Monday, November 2, 2009


DANTE RIVERO AND A FAMILY OF FANS. So here's the whole starstruck clan with a souvenir photo of the Kapampangan male lead of "Mga Tigre ng Sierra Cruz", shot in my granduncle's house in 1974. My gushing mom sits to the left of Rivero, while my sis Susan is the little girl peeking over his head. I am next to Susan, with glasses. Mike, my younger brother, in white shirt and khaki pants, stands to the left. Some cousins and aunts travelled all the way from Manila to meet and greet the stars--including Vilma Santos.

We live right next to my granduncle’s 1924 mansion, an old, rambling two-storey house with a period look and a photogenic fa├žade, located in Sta. Ines. It was no wonder then that a film outfit, Lea Productions, decided to rent the uninhabited Morales mansion for two days, to serve as a shooting location for the wartime movie, “Mga Tigre ng Sierra Cruz”, in the summer of 1974. This was no ordinary movie as it starred no less than the star for all seasons, Vilma Santos, still a teener at that time, whose Kapampangan roots were in nearby Bamban, Tarlac.

Of course, our whole family was consumed with excitement—and so was the whole Mabalacat town, as word got around that indeed, Ate Vi, was coming to town! Our family was mobilized by the producers to assist in ensuring a smooth, trouble-free shoot on the day of the filming which was to take place late at night. My father was even assigned to fetch Vilma Santos from her lodge in Dau and taken to the shooting venue through our house. But the moment the shooting lights went on, scores of town people appeared from nowhere to gawk at the cinematic goings-on.

Still, being relatives and the unofficial caretaker of the house, we—and a platoon of relatives who came all the way from Manila to stargaze-- had the front seats to the shooting. Director Augusto “Totoy” Buenaventura was in command the whole time, calling take after take. One Mabalacat girl was even lucky enough to be cast as an extra in one critical scene, earning the role of a housemaid. In that dining room scene, Japanese soldiers were supposed to be having a rowdy dinner. Enter, the Pinay househelp with more dishes of food. When the soldiers get fresh on her, she drops the plate-- a signal for the guerrilla fighters to attack the enemy. Some were even directed to spring from the banggerahan for the surprise raid. I felt that scene was simply awesome!

The best part of the shoot was meeting the stars of the movie in person. I became an instant Ate Vi fan when she obliged the townpeople gathered outside the gate with a personal appearance, waving her hands to the crowd below from the balcony. The whole town just went mad. Later, with my portable cassette recorder, I even managed to interview Ate Vi, asking how she could possibly retain her composure despite her stardom. I asked a lot of showbiz questions that would put Ricky Lo to shame. I kept playing our recorded conversations for months after that, until I lost the cassette tape.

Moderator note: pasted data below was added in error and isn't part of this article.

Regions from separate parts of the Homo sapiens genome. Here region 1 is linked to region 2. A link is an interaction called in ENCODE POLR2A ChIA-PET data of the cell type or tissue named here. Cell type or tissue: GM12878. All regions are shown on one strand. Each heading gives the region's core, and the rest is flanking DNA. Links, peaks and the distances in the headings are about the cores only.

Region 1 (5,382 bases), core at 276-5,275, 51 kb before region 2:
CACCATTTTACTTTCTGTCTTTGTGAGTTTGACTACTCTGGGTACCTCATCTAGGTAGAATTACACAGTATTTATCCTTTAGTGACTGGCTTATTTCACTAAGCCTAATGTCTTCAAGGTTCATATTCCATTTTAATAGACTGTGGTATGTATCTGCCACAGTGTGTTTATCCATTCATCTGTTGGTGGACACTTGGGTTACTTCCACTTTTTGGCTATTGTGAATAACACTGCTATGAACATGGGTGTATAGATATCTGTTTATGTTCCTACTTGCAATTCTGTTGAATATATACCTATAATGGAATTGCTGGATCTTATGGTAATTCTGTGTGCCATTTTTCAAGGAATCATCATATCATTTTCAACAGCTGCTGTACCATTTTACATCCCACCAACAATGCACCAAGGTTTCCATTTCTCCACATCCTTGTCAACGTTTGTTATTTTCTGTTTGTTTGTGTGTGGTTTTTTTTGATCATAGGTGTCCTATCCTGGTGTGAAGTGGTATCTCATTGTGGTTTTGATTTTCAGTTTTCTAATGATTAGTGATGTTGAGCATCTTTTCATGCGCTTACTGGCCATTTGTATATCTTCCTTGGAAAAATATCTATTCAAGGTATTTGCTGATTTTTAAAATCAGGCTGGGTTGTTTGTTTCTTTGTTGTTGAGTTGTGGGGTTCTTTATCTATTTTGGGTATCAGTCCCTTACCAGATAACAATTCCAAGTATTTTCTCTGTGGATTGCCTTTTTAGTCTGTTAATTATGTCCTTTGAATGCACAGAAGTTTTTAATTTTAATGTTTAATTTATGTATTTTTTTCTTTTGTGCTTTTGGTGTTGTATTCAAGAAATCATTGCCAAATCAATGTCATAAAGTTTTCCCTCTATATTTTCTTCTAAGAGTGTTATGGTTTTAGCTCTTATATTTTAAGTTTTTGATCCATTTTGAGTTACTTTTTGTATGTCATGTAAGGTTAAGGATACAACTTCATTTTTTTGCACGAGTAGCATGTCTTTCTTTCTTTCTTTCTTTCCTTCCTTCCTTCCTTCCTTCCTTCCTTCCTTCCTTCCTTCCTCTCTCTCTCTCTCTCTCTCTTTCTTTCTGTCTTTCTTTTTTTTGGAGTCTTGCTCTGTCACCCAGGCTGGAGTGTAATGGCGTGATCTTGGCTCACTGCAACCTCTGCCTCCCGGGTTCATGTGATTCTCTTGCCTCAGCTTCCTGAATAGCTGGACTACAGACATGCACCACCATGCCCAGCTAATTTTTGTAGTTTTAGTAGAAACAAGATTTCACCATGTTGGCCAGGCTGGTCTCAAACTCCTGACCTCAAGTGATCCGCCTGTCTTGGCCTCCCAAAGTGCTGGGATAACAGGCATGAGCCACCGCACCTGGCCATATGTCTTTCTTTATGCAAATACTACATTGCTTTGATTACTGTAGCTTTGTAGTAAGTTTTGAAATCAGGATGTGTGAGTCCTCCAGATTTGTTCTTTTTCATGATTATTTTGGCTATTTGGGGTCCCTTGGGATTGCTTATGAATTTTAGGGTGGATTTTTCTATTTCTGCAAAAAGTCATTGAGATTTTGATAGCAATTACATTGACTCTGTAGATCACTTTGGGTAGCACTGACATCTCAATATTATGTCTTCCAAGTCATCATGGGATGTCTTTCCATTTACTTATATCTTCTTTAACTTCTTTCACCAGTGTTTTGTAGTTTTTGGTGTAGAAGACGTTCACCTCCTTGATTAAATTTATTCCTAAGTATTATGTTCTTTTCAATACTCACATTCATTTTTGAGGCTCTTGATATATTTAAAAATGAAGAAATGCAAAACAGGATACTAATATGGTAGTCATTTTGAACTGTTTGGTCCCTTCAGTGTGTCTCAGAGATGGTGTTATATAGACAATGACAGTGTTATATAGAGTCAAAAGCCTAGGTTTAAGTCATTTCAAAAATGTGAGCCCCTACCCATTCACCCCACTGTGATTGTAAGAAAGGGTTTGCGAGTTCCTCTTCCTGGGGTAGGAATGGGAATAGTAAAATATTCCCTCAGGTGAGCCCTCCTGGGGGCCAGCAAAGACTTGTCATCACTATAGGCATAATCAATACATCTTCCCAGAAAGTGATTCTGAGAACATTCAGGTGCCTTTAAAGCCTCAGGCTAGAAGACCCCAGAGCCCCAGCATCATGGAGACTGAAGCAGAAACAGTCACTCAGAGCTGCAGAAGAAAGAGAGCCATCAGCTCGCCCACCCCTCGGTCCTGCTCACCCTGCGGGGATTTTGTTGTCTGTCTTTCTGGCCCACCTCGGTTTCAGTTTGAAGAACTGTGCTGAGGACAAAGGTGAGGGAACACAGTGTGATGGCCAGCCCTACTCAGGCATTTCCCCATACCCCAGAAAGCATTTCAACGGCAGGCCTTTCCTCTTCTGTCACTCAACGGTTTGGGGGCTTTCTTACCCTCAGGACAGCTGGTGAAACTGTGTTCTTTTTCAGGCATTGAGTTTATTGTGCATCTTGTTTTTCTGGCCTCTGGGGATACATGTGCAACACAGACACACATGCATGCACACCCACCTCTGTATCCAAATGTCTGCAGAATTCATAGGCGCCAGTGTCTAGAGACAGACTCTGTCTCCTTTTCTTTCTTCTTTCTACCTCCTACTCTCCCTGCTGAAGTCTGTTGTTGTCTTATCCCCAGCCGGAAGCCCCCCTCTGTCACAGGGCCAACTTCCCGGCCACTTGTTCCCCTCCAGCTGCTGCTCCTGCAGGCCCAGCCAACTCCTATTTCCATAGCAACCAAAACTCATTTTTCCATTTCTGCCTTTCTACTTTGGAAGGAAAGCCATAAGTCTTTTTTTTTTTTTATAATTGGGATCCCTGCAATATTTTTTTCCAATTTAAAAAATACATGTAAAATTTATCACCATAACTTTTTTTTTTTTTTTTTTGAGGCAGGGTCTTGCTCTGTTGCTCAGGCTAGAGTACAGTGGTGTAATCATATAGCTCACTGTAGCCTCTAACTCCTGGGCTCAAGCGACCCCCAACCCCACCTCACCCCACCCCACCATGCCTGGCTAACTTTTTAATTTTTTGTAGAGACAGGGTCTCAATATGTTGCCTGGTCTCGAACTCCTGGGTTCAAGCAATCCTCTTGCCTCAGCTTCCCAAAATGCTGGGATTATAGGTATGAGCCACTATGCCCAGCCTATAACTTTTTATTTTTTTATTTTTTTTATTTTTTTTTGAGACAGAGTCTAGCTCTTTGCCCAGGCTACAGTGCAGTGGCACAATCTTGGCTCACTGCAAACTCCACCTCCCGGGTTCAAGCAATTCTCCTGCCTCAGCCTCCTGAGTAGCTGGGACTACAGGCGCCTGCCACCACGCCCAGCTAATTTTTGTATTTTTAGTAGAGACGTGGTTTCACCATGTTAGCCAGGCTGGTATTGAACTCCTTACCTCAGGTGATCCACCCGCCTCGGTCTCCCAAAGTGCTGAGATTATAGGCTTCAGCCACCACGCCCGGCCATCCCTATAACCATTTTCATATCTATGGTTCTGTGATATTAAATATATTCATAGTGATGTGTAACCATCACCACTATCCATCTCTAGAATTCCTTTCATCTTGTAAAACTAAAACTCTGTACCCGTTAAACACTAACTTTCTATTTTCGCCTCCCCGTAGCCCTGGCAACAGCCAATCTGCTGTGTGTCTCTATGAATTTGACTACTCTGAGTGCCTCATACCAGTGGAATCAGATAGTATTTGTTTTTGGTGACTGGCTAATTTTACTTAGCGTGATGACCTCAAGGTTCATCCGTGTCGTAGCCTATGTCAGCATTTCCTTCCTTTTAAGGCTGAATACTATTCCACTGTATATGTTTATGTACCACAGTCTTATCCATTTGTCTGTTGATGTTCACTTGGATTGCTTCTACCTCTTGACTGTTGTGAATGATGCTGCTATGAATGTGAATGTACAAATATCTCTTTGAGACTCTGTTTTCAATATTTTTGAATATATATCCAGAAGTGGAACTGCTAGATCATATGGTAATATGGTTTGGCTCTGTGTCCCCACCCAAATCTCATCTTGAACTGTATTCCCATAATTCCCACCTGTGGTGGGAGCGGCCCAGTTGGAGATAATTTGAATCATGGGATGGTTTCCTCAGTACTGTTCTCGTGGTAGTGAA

Co-starring with Vilma in the movie was another Kapampangan, Dante Rivero (aka, Luisito Mayer Jr., from Floridablanca). Unlike Ate Vi who was always game, Dante was not too accommodating, brushing my request for interview with a terse “Can I talk later?”. But he took a shine to my cousin Beng, who later asked her for a date. I was also luckless with supporting actor Ruel Vernal, who intimidated me with his height. Charito Solis, a co-starrer, was unfortunately not part of any scenes that were for shooting here.

The next shooting day mostly had action scenes and vivid on my mind was the sight of Japanese soldiers rolling down the front stairs of the house, shot at by the fighting ‘tigres’ led by Rivero. I also remember staying up so late to watch the whole proceedings, retiring only after the shooting has packed up.

When it was all over, the house and its garden were a mess, with most of the flowering plants in the garden dead and trampled. Worse, when the movie was finally shown in local theaters after months of anticipation, the house was just seen on screen for a minute or so, I could barely recognize it. Even the part of the Filipina househelp played by a local Mabalacat girl was edited out, her 15 minutes of fame down the drain. I don’t think “Mga Tigre ng Sierra Cruz” made a killing in the box office, either.

Many shootings have been held at the grand Morales mansion since then—the most recent one was undertaken by U.P. film students in March 2009. But old folks who pass by the street still point to the old mansion and refer to it as “the house where they shot the movie ‘Mga Tigre ng Sierra Cruz’ starring Vilma Santos and Dante Rivero”. The magic of that cinematic moment of over 30 years ago still is remembered, enriching the history of the house. Now that’s entertainment!

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